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Artist: Elad LassryClick on image to view project

Elad Lassry — Untitled

Introduction by Christopher Bedford

Elad Lassry’s project for X-TRA is comprised of four images, all free-floating in the magazine, and each untethered from its original commercial, narrative, or illustrative function. The artist found, scanned, and edited each image, methodically excising any clues to the photograph’s original function. Although each image remains mimetic and legible, the project as a whole is an exercise in stealth abstraction–not of image but of meaning. Just enough detail has been removed that the original purpose of the photograph is made obscure, yet the image remains essentially intact. How much information, Lassry asks, do we require to read an image “accurately,” and how much excision renders the original purpose unrecoverable and meaning fugitive?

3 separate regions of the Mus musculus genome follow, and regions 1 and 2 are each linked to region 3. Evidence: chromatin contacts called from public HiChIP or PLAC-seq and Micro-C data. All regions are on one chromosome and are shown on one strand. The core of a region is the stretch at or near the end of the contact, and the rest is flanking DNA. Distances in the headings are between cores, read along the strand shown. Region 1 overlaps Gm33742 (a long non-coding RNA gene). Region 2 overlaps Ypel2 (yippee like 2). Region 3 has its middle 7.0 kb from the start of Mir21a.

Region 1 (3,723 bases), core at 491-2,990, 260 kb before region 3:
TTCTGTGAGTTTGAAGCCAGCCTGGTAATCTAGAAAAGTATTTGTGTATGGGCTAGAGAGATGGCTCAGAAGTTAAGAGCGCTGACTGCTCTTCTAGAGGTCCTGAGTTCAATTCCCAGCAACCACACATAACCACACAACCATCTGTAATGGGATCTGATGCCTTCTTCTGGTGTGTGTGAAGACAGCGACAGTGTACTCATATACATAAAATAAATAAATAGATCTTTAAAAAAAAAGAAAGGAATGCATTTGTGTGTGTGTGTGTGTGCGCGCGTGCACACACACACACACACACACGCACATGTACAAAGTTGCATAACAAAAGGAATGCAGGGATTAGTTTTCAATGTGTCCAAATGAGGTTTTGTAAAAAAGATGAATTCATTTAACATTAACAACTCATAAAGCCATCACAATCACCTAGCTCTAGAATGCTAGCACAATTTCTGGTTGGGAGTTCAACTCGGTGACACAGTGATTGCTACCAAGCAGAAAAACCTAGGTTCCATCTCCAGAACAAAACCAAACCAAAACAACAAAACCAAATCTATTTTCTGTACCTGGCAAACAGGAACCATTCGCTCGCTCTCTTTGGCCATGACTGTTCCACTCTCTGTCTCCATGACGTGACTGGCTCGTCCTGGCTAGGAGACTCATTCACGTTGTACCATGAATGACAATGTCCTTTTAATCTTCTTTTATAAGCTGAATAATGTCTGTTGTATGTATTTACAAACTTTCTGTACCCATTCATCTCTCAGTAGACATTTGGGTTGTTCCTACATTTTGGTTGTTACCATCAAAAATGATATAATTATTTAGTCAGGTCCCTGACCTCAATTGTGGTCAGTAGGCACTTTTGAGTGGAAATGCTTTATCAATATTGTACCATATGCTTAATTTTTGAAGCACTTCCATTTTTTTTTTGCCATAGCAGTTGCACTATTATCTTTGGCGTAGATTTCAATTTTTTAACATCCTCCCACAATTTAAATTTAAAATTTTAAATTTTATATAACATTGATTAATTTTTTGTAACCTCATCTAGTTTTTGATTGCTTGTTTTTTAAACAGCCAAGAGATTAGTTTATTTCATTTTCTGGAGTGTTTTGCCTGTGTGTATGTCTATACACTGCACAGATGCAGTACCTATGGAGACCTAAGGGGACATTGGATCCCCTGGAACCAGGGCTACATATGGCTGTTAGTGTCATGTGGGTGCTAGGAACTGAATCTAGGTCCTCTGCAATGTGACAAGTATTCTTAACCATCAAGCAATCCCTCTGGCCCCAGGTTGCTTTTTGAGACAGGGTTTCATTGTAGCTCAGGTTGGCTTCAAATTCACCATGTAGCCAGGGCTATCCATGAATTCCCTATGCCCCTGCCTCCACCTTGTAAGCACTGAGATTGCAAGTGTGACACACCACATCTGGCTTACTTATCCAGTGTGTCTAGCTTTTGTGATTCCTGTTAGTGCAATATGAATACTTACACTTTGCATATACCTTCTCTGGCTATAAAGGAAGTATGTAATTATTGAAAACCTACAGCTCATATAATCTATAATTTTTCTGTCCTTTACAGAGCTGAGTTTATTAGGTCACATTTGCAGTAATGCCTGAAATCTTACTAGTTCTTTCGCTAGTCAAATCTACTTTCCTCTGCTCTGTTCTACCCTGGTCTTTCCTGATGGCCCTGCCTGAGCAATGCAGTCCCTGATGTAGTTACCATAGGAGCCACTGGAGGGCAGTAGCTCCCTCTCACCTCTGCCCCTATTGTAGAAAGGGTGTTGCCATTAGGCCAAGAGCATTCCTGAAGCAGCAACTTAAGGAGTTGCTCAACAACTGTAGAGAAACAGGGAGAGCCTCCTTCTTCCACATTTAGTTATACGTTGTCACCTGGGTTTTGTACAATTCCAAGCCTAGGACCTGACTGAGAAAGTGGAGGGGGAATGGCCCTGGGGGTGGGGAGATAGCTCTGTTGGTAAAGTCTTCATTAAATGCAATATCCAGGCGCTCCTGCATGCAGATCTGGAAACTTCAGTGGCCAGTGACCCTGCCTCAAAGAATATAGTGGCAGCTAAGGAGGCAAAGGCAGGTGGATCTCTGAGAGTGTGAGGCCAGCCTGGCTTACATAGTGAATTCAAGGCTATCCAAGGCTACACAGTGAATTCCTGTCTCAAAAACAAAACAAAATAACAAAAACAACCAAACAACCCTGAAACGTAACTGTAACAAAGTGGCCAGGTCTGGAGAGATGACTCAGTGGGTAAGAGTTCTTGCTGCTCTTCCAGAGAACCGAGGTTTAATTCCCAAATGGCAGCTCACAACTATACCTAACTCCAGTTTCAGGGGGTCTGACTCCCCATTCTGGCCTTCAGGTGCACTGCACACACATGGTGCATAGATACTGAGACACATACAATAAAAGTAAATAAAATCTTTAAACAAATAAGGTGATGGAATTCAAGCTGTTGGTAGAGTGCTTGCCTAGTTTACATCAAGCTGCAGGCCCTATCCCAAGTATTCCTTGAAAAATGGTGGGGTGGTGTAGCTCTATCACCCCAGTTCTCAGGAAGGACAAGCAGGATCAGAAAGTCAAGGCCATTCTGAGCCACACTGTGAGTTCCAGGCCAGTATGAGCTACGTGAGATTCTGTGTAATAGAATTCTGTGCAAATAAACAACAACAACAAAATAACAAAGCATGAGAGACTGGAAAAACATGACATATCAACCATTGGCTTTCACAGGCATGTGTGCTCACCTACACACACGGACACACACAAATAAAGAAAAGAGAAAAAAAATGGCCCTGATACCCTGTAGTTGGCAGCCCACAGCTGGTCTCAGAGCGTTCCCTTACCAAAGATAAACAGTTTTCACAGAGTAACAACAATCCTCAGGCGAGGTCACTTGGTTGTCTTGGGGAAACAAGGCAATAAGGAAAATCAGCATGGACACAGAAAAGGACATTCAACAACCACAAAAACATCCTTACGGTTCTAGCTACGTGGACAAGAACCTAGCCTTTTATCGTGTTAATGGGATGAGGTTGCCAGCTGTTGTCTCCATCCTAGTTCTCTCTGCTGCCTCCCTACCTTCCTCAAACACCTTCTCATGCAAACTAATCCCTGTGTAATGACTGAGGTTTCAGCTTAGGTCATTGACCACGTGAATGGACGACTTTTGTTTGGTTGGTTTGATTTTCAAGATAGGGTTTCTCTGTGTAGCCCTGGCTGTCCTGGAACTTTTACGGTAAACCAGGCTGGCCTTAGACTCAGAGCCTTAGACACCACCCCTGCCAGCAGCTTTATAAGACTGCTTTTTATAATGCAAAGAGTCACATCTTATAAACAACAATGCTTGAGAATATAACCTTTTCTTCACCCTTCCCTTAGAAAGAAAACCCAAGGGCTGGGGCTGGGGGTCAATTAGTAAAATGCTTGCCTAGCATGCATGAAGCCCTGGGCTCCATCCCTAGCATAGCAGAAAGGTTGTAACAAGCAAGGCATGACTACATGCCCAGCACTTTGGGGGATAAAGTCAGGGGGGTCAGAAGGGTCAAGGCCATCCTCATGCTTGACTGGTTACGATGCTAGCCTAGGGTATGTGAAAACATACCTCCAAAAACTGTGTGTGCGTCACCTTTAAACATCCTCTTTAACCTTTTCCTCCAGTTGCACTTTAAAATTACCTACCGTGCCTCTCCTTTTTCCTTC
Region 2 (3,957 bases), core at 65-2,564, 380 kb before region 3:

In the four images Lassry has selected, mutability is signaled most clearly by the absence of text and/or branding. Though no discernable traces of removal or adjustment remain, and the images appear neither surreal nor uncanny, the ghost of an element erased haunts each. One might speculate, for example, that the smiling toddler once endorsed a baby product; that the Petri dish alludes to stem cell research or, more ominously, biological warfare; that the feats of the inverted acrobat originally graced the pages of Life magazine in the 1950s; or that the detail of a glistening breakfast plate once attested to the culinary delights of IHOP. But in the absence of context or paratexual information, the images appear homeless, subject to narratives and imaginings beyond their original application. Without clear purpose to delimit meaning, all four shade into a lawlessness, becoming objects of speculation and curiosity where they were once instrumental and incidental. With no caption, the plate of food appears gluttonous and abject; with no baby product to provide an alibi for our gaze, why are we being asked to look at a naked baby in a bathtub? Lassry’s images are scattered amongst the pages of this publication like rogue advertisements for nothing in particular, lacking even the most fundamental institutional imprimatur: a caption. Doubly unmoored from their original contexts, his project demonstrates how suggestive even the most mundane of images can be when the terms of their consumption are not subject to the limits of contextualization or instrumentalization.